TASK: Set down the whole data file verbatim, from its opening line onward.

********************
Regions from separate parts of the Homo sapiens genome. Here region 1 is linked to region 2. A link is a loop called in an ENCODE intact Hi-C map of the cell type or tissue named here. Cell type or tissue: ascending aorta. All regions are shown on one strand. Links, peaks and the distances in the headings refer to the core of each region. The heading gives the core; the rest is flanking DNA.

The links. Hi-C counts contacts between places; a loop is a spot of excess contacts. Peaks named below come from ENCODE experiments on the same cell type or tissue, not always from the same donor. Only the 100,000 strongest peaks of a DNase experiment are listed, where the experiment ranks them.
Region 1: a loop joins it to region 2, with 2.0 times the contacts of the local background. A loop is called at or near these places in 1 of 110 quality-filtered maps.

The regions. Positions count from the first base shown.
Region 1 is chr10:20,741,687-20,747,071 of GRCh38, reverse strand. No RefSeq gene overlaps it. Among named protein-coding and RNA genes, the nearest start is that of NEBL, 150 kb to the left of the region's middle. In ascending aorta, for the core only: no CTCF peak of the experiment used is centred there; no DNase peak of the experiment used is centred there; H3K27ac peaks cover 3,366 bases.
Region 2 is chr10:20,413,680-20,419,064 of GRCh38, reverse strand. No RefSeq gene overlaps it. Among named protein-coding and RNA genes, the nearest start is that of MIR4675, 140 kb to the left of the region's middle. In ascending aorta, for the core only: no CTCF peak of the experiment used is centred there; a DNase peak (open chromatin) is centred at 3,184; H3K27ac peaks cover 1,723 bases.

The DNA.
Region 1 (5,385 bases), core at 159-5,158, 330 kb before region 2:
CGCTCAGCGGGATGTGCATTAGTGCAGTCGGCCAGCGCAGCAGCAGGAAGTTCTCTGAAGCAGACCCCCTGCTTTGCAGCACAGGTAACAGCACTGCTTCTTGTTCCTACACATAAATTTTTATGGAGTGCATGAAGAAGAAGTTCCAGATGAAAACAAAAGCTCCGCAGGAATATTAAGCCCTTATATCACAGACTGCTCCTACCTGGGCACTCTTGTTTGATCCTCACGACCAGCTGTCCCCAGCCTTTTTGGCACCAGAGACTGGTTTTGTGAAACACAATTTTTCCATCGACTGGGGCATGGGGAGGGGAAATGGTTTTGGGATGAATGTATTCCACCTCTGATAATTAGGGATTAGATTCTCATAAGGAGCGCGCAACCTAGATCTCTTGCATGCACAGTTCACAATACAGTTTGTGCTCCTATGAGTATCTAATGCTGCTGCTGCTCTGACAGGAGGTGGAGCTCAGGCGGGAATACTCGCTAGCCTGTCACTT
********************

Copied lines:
Regions from separate parts of the Homo sapiens genome. Here region 1 is linked to region 2. A link is a loop called in an ENCODE intact Hi-C map of the cell type or tissue named here. Cell type or tissue: ascending aorta. All regions are shown on one strand. Links, peaks and the distances in the headings refer to the core of each region. The heading gives the core; the rest is flanking DNA.

The links. Hi-C counts contacts between places; a loop is a spot of excess contacts. Peaks named below come from ENCODE experiments on the same cell type or tissue, not always from the same donor. Only the 100,000 strongest peaks of a DNase experiment are listed, where the experiment ranks them.
Region 1: a loop joins it to region 2, with 2.0 times the contacts of the local background. A loop is called at or near these places in 1 of 110 quality-filtered maps.

The regions. Positions count from the first base shown.
Region 1 is chr10:20,741,687-20,747,071 of GRCh38, reverse strand. No RefSeq gene overlaps it. Among named protein-coding and RNA genes, the nearest start is that of NEBL, 150 kb to the left of the region's middle. In ascending aorta, for the core only: no CTCF peak of the experiment used is centred there; no DNase peak of the experiment used is centred there; H3K27ac peaks cover 3,366 bases.
Region 2 is chr10:20,413,680-20,419,064 of GRCh38, reverse strand. No RefSeq gene overlaps it. Among named protein-coding and RNA genes, the nearest start is that of MIR4675, 140 kb to the left of the region's middle. In ascending aorta, for the core only: no CTCF peak of the experiment used is centred there; a DNase peak (open chromatin) is centred at 3,184; H3K27ac peaks cover 1,723 bases.

The DNA.
Region 1 (5,385 bases), core at 159-5,158, 330 kb before region 2:
CGCTCAGCGGGATGTGCATTAGTGCAGTCGGCCAGCGCAGCAGCAGGAAGTTCTCTGAAGCAGACCCCCTGCTTTGCAGCACAGGTAACAGCACTGCTTCTTGTTCCTACACATAAATTTTTATGGAGTGCATGAAGAAGAAGTTCCAGATGAAAACAAAAGCTCCGCAGGAATATTAAGCCCTTATATCACAGACTGCTCCTACCTGGGCACTCTTGTTTGATCCTCACGACCAGCTGTCCCCAGCCTTTTTGGCACCAGAGACTGGTTTTGTGAAACACAATTTTTCCATCGACTGGGGCATGGGGAGGGGAAATGGTTTTGGGATGAATGTATTCCACCTCTGATAATTAGGGATTAGATTCTCATAAGGAGCGCGCAACCTAGATCTCTTGCATGCACAGTTCACAATACAGTTTGTGCTCCTATGAGTATCTAATGCTGCTGCTGCTCTGACAGGAGGTGGAGCTCAGGCGGGAATACTCGCTAGCCTGTCACTT